Smith & Jones threaten the Wallabies

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Eddie Jones has been lavishing Australian rugby with praise in the build-up to the welcome return of Chariots-Wallaby combat - but the old flatterer can't disguise the fact his compatriots will start distant second favourites against his England juggernauts.

Yet even with English bookies rating the home team big odds-on favourites, Wallabies captain Michael Hooper has quickly put the kibosh on Jones' suggestion that Australia harbour an "inferiority complex" against the "mother country".

Jones' plans were disrupted on the eve of Saturday's Test (Sunday morning AEDT) when his starting prop Ellis Genge was ruled out after a positive COVID-19 test, following on from Australia's own propping injury chaos.

But while both sides are trusting new-look front rows, it's the unleashing of the brilliant fly-half Marcus Smith, the new darling of English rugby, that Jones hopes will do most to inspire his eighth straight win over his compatriots at Twickenham.

On Friday, Owen Farrell, who'll celebrate his 100th international playing outside Smith, admitted the keys to England's oft-criticised cumbersome attack have now been handed to the Harlequins comet.

"Marcus runs the attack, he's been brilliant so far," declared Farrell.

"He's playing unbelievably well and he's come in and put his stamp on it, running the show."

Jones himself asserts Smith can handle the "huge step up" but has been doing his best to mute the hype surrounding him by instead talking up the resurgence of the sport back in his home country.

"They're in a good spot, aren't they, Australian rugby," he said.

"A young side going into the 2023 World Cup, the Lions are coming in 2025 and if you listen to the beat of the drums, they've got the World Cup coming in 2027. So they've got a lot to look forward to.

"Global rugby needs a strong Australia. It's an important time for them to keep growing, and we look forward to the challenge of playing them."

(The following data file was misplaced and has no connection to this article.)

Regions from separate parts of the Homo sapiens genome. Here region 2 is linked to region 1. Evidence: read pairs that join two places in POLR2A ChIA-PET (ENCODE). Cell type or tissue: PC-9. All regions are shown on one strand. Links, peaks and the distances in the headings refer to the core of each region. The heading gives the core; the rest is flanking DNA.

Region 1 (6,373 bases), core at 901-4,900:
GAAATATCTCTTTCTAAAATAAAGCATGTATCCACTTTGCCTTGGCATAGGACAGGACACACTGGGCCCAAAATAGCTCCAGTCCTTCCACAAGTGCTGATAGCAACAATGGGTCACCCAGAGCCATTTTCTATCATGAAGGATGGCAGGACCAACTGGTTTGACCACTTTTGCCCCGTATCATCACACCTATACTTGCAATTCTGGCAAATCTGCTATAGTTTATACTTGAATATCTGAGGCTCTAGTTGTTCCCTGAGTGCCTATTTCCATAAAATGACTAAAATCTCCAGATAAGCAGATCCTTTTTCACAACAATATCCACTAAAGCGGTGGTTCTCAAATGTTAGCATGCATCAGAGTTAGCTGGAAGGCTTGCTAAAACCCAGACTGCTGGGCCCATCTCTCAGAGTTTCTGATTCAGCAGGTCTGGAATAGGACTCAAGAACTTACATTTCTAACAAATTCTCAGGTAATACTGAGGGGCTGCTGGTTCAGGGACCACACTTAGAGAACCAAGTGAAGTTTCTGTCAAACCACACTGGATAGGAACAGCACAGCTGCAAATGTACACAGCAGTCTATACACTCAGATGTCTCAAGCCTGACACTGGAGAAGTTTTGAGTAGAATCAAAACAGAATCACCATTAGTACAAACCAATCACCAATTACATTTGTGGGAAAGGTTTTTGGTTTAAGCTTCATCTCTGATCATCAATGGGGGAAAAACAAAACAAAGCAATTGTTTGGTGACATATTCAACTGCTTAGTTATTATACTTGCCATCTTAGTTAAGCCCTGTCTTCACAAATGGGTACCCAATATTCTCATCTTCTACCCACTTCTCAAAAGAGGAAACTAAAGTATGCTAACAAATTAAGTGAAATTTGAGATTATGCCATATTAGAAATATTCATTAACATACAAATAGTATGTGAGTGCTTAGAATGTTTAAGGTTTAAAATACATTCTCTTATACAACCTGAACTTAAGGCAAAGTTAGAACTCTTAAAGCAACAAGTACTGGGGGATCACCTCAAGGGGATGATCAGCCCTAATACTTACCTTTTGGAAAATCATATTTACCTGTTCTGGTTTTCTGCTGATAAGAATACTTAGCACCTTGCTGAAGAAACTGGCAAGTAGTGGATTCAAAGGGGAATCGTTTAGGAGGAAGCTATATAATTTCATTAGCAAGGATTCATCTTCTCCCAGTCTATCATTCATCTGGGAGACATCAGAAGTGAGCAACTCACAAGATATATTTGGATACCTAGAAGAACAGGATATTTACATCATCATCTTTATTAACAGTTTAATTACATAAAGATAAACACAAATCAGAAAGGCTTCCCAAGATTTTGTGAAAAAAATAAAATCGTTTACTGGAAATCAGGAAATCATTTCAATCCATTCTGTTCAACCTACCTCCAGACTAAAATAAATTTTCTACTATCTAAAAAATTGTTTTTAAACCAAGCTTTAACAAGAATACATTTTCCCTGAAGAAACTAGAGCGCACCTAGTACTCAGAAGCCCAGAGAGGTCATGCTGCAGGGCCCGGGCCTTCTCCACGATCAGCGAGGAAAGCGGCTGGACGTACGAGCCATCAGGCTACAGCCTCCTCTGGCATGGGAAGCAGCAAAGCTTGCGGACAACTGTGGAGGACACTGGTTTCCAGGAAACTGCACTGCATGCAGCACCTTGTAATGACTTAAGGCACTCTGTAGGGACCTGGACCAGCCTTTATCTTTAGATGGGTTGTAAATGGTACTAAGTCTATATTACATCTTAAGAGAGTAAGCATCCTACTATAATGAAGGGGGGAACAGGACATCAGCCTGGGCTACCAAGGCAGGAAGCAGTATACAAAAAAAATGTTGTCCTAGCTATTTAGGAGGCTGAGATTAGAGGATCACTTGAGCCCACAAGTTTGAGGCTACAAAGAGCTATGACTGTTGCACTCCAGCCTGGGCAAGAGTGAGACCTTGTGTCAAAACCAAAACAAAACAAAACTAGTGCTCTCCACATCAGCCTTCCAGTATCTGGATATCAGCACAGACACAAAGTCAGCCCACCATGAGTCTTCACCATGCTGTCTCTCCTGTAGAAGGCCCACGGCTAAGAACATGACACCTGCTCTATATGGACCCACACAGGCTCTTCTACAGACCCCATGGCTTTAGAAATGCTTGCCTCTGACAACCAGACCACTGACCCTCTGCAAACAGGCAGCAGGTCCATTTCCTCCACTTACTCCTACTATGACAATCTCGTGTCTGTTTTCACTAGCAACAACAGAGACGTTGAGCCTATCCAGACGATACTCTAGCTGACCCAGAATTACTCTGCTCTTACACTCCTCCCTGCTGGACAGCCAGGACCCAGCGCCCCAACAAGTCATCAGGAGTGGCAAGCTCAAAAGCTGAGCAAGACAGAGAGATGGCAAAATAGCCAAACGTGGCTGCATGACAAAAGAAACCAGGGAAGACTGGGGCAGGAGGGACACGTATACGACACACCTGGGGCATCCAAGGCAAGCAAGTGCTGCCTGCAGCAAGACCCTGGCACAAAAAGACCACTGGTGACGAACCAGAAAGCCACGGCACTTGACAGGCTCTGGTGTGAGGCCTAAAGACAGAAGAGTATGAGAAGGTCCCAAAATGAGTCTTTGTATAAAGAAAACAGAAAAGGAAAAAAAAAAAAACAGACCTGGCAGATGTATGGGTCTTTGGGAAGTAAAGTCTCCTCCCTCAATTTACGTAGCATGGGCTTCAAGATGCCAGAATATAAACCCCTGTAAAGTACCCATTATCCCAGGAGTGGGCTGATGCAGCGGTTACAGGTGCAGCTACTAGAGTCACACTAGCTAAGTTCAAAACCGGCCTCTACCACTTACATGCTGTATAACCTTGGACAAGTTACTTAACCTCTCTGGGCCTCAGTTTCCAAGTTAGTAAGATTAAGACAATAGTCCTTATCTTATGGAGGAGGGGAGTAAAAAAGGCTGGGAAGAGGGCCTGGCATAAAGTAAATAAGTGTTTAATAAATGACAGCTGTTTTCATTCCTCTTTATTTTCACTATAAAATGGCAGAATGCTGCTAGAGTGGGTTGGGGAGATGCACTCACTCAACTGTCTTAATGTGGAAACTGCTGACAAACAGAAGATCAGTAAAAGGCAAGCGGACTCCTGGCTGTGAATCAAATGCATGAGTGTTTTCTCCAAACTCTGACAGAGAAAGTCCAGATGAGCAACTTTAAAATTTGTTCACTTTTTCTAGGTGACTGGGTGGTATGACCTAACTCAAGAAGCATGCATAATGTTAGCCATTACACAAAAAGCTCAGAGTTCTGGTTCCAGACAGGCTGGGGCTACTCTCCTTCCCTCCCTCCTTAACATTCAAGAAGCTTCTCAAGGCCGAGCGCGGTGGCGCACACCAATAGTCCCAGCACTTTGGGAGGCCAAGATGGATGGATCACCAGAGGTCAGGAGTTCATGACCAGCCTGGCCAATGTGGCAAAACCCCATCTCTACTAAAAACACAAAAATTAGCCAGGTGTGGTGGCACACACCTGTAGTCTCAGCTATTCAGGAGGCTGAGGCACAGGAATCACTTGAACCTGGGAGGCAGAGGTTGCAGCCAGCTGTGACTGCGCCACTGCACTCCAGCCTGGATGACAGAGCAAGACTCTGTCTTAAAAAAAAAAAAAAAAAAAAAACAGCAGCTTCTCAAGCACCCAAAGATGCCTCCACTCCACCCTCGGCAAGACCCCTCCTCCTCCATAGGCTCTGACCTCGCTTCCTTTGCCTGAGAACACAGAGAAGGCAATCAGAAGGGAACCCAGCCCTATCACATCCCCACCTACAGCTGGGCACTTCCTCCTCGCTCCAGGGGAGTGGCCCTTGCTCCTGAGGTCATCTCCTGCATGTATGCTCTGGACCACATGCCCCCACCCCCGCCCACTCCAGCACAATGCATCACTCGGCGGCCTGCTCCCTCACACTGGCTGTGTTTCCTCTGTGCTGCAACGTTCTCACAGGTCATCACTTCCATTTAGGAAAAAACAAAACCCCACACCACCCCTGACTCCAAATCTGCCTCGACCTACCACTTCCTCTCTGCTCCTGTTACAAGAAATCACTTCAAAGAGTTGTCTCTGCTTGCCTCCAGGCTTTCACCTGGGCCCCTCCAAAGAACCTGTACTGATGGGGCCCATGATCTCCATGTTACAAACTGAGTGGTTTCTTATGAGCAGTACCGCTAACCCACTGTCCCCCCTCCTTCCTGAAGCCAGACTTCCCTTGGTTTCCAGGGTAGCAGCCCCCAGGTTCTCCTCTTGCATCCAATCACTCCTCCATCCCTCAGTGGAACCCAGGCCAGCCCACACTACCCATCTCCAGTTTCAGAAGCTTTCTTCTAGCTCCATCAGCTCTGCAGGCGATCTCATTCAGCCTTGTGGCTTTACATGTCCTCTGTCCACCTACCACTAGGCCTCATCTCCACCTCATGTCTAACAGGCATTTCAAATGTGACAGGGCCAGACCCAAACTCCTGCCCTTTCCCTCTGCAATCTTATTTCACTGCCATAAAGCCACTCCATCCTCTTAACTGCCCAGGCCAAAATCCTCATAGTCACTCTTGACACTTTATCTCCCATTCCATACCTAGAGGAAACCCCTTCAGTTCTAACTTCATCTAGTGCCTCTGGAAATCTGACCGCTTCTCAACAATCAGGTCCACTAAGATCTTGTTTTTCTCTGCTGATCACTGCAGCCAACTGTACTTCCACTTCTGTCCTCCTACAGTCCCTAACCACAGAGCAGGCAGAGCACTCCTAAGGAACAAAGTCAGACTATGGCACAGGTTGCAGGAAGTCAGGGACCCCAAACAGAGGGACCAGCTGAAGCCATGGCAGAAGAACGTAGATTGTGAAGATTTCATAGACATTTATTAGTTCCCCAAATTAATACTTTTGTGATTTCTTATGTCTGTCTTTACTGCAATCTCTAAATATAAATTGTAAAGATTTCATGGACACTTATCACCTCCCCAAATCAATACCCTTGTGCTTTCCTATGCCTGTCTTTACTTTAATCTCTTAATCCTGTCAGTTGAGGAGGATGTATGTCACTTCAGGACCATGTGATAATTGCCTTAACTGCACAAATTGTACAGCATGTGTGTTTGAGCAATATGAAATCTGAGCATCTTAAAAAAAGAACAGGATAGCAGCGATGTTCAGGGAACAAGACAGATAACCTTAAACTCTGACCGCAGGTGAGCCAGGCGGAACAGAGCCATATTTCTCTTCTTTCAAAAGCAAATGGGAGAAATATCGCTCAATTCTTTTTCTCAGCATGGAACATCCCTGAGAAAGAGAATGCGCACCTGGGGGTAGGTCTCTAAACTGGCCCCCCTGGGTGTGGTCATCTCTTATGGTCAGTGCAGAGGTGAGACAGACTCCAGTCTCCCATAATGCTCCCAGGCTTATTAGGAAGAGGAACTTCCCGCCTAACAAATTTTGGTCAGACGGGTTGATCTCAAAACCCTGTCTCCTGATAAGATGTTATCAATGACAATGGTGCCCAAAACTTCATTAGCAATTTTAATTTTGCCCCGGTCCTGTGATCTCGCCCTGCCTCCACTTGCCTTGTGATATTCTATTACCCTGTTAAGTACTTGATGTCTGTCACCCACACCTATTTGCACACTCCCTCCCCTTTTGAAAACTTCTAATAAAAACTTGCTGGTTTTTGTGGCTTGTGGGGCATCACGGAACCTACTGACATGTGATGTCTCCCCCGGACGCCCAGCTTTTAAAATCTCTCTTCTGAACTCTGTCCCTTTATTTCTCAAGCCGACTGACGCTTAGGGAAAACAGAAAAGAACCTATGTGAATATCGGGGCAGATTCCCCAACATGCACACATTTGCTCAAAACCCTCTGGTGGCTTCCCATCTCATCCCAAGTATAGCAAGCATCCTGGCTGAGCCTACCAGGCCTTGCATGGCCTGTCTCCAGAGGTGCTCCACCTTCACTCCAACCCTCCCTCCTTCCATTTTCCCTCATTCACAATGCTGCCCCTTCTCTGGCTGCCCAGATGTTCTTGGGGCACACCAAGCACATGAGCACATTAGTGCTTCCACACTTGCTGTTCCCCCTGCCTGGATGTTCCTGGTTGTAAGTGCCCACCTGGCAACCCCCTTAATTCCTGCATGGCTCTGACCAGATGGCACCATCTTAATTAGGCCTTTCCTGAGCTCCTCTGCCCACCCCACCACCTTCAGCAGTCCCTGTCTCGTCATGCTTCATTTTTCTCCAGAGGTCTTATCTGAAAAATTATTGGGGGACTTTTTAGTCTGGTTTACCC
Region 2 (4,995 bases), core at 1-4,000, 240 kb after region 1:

Not to mention beating 'them', as has become his trademark.

But Hooper wonders why the Wallabies should fear anyone after beating world champions South Africa twice this year. Of Jones' suggestions about a traditional Aussie 'inferiority complex', he said stony-faced: "I don't feel that way."

"In lots of areas, we're improving. Our skill set and game awareness is a lot better," said Wallabies coach Dave Rennie.

"Maybe we didn't see enough of that against Scotland but we're certainly better conditioned too.

"We've got a long way to go but we've a group of good men who work hard and a fantastic staff who are making the difference."

And there will be plenty of unknowns.

Who, for instance, can with any confidence now call the front row battle?

The Wallabies have a loosehead 'finisher' Gus Bell, who's making only his 2nd start in 15 Tests, and a veteran James Slipper, who's had to switch and will make his first Test start as tighthead for nine years.

He's backed up on the bench by Ollie Hoskins, plucked from English club rugby to make an emotional debut from the bench, while Genge's absence means England throw in a 21-year-old starting loosehead Bevan Rodd for his own fiery baptism.

Yet Australia can perhaps take encouragement from England's COVID-19 distractions, with Jones admitting players had felt a mixture of anger, disappointment and resignation about Genge's forced withdrawal.

"Every day is an adventure," shrugged Jones. "We're on a bit of a roller-coaster at the moment."

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